Selective Breeding And Its Effect On Human Behavior

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Selective breeding has been used for many years to achieve the expression of desired traits in animals and plants. Similar to natural selection, humans have developed artificial selection where humans select the most desirable traits instead of the environment, this is what’s known as selective breeding. But in fact selective breeding does not select for the fittest phenotype like in natural selection it actually selects for the most desirable phenotypes which may cause harm to the individual.
Natural selection selects against harmful alleles as they are disadvantageous to the individual and possibly restricts its ability to survive till the age of sexual reproduction thus not being able to pass on this harmful gene, whereas selective breeding selects for harmful alleles if seen desirable.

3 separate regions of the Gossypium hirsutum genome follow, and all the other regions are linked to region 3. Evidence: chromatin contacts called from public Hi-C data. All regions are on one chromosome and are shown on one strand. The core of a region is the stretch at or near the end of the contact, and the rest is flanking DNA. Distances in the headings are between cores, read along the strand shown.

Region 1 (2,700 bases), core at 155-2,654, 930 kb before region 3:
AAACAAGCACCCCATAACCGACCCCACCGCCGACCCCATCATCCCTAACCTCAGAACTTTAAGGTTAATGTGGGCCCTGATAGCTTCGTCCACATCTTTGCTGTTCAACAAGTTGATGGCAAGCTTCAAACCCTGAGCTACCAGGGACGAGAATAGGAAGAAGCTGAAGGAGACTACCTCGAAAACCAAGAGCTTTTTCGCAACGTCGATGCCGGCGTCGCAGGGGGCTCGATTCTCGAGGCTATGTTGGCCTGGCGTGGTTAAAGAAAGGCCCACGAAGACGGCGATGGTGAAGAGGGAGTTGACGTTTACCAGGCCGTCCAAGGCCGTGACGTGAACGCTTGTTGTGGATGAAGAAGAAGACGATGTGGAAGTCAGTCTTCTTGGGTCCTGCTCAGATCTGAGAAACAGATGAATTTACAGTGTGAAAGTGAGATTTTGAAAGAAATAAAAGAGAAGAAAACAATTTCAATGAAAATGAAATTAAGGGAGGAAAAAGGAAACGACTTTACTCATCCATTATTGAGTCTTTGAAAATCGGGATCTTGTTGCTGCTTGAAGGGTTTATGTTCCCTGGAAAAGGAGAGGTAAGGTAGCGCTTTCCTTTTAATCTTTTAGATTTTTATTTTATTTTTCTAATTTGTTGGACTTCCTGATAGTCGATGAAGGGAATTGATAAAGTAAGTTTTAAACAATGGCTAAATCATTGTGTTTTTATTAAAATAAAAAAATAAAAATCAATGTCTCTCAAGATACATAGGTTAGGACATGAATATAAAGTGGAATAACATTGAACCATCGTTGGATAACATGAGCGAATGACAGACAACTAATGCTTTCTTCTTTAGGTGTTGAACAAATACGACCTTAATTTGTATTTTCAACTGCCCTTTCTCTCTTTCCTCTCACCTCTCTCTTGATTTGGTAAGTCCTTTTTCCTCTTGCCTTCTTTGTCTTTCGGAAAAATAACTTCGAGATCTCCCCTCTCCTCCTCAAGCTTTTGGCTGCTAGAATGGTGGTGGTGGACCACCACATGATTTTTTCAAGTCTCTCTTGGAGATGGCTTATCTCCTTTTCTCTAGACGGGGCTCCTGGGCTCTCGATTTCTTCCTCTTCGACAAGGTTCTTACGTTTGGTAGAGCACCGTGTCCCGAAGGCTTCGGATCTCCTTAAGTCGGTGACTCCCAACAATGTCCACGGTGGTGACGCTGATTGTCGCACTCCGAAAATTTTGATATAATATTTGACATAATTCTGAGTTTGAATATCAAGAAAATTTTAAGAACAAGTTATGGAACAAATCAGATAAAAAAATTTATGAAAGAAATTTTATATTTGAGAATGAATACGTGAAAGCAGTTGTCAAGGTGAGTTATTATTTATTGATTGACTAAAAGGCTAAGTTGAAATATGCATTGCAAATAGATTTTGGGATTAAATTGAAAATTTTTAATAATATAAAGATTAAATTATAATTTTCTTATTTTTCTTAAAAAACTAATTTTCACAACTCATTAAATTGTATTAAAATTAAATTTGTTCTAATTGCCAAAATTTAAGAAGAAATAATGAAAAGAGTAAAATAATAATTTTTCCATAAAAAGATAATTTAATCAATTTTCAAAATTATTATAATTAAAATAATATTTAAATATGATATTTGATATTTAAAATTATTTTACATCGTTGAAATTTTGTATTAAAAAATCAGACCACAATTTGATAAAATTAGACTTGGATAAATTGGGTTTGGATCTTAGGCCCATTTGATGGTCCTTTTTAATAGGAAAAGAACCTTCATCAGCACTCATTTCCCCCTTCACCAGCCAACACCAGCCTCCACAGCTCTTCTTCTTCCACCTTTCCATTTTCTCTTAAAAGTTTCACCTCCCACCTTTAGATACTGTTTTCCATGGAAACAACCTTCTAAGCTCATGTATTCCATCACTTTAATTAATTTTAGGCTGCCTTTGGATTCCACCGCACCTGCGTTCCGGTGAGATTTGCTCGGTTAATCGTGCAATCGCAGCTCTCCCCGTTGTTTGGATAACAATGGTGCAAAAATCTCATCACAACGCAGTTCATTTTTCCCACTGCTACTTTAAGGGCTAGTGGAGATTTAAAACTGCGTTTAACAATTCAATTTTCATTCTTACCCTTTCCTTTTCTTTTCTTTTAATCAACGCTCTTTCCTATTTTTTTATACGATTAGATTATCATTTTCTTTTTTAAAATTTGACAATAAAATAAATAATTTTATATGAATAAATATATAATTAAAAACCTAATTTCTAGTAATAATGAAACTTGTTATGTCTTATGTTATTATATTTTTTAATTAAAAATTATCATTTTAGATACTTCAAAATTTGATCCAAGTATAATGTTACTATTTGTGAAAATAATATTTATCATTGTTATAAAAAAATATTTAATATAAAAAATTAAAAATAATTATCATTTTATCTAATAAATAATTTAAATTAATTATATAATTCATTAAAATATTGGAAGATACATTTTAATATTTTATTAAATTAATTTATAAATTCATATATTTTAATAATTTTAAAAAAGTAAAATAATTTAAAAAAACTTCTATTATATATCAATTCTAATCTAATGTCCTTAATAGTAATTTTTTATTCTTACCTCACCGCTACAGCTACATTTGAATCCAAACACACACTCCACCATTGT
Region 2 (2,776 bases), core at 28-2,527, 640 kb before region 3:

Selective breeding involves breeding organisms based on their phenotypes so that the desired traits are passed onto successive generations, these desired alleles then increase (in frequency) in the gene pool. This has a large commercial benefit as animal and crop products now contain higher quality meat, quantity of milk, quality of wool, larger fruits etc.
The goal of selective breeding in animals is to either produce a pure breed (a breed that will consistently produce offspring with the desired traits or to simply improve the quality of the desired trait/phenotype (homozygous). This is achieved by inbreeding (where two closely related individuals mate and produce offspring)
In selective

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